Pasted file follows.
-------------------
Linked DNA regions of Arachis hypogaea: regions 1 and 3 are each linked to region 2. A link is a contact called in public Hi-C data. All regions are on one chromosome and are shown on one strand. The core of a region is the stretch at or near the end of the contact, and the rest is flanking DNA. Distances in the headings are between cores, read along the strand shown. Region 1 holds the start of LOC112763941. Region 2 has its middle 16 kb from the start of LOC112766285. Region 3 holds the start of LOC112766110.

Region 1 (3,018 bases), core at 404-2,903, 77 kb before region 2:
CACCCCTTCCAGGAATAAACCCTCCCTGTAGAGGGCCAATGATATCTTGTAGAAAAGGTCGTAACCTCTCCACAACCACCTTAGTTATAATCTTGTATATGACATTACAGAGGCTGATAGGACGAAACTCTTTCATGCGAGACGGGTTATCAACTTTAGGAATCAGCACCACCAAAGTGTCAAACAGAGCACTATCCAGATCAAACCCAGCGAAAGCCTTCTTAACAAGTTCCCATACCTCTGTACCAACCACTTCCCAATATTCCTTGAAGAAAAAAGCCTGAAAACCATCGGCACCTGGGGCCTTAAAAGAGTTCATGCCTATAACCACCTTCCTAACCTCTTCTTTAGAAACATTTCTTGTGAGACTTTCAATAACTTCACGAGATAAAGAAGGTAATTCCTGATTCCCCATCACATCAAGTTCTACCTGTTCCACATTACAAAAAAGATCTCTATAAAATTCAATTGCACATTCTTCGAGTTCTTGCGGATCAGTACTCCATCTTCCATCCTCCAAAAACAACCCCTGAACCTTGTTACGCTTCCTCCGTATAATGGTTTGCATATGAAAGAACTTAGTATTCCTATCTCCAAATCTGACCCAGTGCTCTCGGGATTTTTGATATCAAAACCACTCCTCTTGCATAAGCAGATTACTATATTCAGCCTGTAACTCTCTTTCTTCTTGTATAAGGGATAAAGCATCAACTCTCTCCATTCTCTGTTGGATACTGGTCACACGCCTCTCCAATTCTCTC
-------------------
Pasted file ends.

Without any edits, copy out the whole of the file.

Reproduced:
Linked DNA regions of Arachis hypogaea: regions 1 and 3 are each linked to region 2. A link is a contact called in public Hi-C data. All regions are on one chromosome and are shown on one strand. The core of a region is the stretch at or near the end of the contact, and the rest is flanking DNA. Distances in the headings are between cores, read along the strand shown. Region 1 holds the start of LOC112763941. Region 2 has its middle 16 kb from the start of LOC112766285. Region 3 holds the start of LOC112766110.

Region 1 (3,018 bases), core at 404-2,903, 77 kb before region 2:
CACCCCTTCCAGGAATAAACCCTCCCTGTAGAGGGCCAATGATATCTTGTAGAAAAGGTCGTAACCTCTCCACAACCACCTTAGTTATAATCTTGTATATGACATTACAGAGGCTGATAGGACGAAACTCTTTCATGCGAGACGGGTTATCAACTTTAGGAATCAGCACCACCAAAGTGTCAAACAGAGCACTATCCAGATCAAACCCAGCGAAAGCCTTCTTAACAAGTTCCCATACCTCTGTACCAACCACTTCCCAATATTCCTTGAAGAAAAAAGCCTGAAAACCATCGGCACCTGGGGCCTTAAAAGAGTTCATGCCTATAACCACCTTCCTAACCTCTTCTTTAGAAACATTTCTTGTGAGACTTTCAATAACTTCACGAGATAAAGAAGGTAATTCCTGATTCCCCATCACATCAAGTTCTACCTGTTCCACATTACAAAAAAGATCTCTATAAAATTCAATTGCACATTCTTCGAGTTCTTGCGGATCAGTACTCCATCTTCCATCCTCCAAAAACAACCCCTGAACCTTGTTACGCTTCCTCCGTATAATGGTTTGCATATGAAAGAACTTAGTATTCCTATCTCCAAATCTGACCCAGTGCTCTCGGGATTTTTGATATCAAAACCACTCCTCTTGCATAAGCAGATTACTATATTCAGCCTGTAACTCTCTTTCTTCTTGTATAAGGGATAAAGCATCAACTCTCTCCATTCTCTGTTGGATACTGGTCACACGCCTCTCCAATTCTCTC